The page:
Plug-in Hybrids: Parallel and Series

There are two types of plug-in hybrid electric cars: series and parallel. The parallel version is often referred simply to as PHEV. While the series variant can be called extended range electric vehicles, (EREV),

The difference between standard PHEVs and EREVs is that EREVs can supply electricity to the electric motors and batteries.

The primary distinguishing feature of PHEVs, as their name suggests, is that they can be plugged in like other BEVs. They are very similar to standard hybrid-electrics. Both an ICE as well as an electric motor are still available. They can work together or separately. The main difference between a PHEV and a regular car is the larger battery. PHEVs can run primarily on their battery, with the ICE kicking in to give them extra range and torque.

Parallel PHEVs are referred to because the electric motor (ICE) and the battery work in parallel. Both are mechanically connected to the drivetrain, which allows for the ICE to operate by itself and the electric motor to function independently or to help each other. This type of PHEV is a combination of an ICE and a BEV. Both systems can work independently or together.

Some PHEVs can run up to 50 miles on all-electric without the ICE. Others use the ICE frequently, making it difficult to reduce carbon emissions.

EREVs can be used as plug-in hybrids. They are similar to standard PHEVs. The difference between EREVs and standard PHEVs is that they are intended primarily to be electric vehicles and don’t have an internal combustion engine. This vehicle instead has a gasoline-powered generator. The generator can only generate electricity. It is not connected to the vehicle’s drivetrain.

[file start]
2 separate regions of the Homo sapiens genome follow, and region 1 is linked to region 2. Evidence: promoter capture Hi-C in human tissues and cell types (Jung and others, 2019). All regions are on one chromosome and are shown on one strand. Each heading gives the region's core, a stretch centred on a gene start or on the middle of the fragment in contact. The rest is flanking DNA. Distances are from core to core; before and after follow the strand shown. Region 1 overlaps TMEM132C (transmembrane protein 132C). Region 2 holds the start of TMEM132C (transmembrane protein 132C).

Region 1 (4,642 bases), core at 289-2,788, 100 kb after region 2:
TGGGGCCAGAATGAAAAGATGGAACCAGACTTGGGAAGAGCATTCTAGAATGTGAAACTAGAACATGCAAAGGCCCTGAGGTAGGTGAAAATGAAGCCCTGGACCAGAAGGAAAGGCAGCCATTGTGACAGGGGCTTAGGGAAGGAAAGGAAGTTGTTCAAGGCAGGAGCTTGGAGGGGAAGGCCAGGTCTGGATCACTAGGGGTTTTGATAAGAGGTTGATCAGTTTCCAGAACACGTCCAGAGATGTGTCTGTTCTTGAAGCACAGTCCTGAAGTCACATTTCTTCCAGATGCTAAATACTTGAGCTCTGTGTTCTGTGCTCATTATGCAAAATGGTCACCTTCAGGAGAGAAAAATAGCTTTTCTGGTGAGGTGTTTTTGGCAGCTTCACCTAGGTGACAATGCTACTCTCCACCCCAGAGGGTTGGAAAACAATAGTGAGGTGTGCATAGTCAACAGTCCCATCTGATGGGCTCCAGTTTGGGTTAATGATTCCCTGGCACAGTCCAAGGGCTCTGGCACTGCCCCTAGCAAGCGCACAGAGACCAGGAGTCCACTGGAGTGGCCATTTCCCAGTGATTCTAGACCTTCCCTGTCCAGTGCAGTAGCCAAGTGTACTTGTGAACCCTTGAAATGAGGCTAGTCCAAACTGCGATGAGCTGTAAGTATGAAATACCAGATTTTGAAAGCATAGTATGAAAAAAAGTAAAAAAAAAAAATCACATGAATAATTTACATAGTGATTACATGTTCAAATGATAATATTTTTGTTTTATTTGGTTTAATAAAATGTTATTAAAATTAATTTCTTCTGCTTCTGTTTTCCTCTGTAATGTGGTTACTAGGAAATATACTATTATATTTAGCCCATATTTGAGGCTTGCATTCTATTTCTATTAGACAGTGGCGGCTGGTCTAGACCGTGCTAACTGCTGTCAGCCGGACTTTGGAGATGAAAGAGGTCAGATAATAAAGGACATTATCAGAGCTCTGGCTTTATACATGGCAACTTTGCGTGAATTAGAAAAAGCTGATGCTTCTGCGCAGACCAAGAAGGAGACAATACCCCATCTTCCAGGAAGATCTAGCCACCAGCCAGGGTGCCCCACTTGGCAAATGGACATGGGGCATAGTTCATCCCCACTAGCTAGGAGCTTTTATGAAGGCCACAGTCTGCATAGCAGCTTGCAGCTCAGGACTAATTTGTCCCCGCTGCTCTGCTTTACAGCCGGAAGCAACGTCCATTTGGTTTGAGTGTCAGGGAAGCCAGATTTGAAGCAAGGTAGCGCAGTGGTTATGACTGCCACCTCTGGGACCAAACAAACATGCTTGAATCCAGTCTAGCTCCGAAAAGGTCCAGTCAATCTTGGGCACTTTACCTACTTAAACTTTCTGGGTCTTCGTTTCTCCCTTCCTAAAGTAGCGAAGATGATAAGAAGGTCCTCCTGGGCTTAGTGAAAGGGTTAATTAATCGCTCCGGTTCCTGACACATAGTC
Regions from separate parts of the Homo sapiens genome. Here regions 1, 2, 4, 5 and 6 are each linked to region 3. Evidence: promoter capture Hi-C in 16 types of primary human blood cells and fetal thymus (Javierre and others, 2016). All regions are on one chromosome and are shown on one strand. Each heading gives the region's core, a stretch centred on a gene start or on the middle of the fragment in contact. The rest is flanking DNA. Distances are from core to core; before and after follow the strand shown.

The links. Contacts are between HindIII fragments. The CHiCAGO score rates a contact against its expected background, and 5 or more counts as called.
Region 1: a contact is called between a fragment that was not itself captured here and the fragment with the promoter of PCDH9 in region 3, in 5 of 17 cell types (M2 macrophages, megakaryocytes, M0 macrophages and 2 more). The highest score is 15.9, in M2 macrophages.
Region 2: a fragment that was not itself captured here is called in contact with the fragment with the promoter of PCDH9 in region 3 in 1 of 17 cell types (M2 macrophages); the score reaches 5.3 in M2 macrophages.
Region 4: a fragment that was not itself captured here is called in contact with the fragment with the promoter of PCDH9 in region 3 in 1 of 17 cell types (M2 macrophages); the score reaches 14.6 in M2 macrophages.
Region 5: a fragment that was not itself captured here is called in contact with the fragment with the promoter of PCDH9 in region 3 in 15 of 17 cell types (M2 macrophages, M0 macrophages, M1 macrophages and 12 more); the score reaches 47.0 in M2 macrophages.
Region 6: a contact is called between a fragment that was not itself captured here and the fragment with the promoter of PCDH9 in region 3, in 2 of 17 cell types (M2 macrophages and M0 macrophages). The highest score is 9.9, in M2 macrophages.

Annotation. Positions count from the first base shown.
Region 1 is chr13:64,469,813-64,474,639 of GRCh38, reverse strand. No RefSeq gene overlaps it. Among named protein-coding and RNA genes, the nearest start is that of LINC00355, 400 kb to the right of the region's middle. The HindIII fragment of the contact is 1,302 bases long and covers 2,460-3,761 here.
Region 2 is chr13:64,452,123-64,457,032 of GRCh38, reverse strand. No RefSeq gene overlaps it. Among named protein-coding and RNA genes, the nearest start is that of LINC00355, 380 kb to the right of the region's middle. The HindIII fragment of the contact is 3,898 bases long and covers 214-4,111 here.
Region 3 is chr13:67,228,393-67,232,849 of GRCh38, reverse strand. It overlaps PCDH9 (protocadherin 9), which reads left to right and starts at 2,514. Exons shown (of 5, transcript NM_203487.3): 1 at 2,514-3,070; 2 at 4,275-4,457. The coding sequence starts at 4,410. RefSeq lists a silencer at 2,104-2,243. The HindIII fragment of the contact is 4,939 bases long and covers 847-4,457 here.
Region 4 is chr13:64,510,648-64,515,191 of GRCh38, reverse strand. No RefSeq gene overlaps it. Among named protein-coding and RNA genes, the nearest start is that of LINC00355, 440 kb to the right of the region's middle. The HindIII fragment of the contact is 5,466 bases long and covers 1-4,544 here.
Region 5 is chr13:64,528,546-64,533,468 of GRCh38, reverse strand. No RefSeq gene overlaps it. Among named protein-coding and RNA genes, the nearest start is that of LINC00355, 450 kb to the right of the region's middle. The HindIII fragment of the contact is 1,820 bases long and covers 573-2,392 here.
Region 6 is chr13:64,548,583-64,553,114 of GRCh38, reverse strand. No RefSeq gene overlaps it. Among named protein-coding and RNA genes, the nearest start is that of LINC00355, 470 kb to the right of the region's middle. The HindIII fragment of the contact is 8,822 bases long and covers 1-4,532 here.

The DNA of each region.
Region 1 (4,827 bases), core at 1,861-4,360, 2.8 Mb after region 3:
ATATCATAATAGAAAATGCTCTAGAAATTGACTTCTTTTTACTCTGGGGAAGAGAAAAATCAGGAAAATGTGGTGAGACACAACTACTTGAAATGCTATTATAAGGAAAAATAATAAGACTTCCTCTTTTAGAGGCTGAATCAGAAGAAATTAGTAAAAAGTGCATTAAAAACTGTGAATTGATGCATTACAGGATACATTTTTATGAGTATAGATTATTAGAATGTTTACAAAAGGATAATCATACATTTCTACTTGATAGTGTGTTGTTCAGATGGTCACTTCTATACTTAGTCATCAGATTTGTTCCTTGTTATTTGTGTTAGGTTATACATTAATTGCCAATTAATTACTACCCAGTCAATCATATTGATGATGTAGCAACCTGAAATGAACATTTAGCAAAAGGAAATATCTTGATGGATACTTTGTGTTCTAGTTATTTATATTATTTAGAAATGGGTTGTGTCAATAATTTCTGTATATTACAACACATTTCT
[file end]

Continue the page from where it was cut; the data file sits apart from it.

An EREV can be described as a combination of a BEV and an emergency gas generator. They can be plugged in to charge like other PHEVs and run on battery power under most conditions. The difference is that the gas generator kicks in when the power is low and provides power to the electric engine. Any additional electricity is used to charge the battery.

Unlike BEVs, EREVs produce no tailpipe emissions when they are run in an all-electric mode without the gas generator. They do however produce carbon emissions when the gas generator is on. However, the range of all-electric models is typically around 80 miles. Some models provide even shorter ranges.

Fuel cell electric vehicles

The fuel cell technology generates electricity with no carbon emissions. This is a fascinating technology. Although there have been many fuel cell technologies in the past, the current FCEVs all depend on the reaction of hydrogen and oxygen. The fuel cells are charged using hydrogen. This is then used to create electricity. An electric motor is powered by electricity, in the same way that batteries power BEVs. The only byproducts of electricity are water vapor, and warm air.

Fuel cells rely on hydrogen for their operation, so they must be regularly charged with hydrogen in the same way that you would fuel an ICE car with gasoline or diesel. There are very few hydrogen fueling stations in California, whereas gas stations are plentiful.

FCEVs can only be used in California because there is no hydrogen fueling infrastructure. These vehicles are not suitable for long trips, despite their ranges of up to 366 miles. You can only travel half the distance from the closest fueling station.

If you live near a Los Angeles fuel station, you wouldn’t be able to take a weekend trip down to Las Vegas. Although the distance to Las Vegas is within your reach, it would be impossible to fill up with fuel before you return home. Even if your FCEV could travel 366 miles, it would run out of hydrogen somewhere in desert when you return. A long-range BEV can be charged up prior to the return trip. A shorter range BEV can stop at charging stations on the way.

Why are there so many types of EVs available?

Although electric vehicle technology has been around since over 200 years ago, it was only recently that it came back to focus and began evolving quickly in the past few decades.

The greatest obstacles were battery range and battery capacity. Hybrids were created to bridge this gap between the newer battery technologies and consumer demand for electric cars.

Plug-in hybrids fill the same role, using batteries and electric motors to reduce tailpipe emissions.

Pure electric BEVs are the best option if the ultimate goal of zero emission vehicles is achieved, which some states have done.

Some BEVs with high-end performance and range already surpass PHEVs and ICE cars in terms of performance and range. However, battery technology advances and efficiency improvements are likely to close that gap.

Other zero-emission options like FCEVs offer a tempting alternative. However, the infrastructure is more or less in place for BEVs while FCEVs are still a small-scale experiment.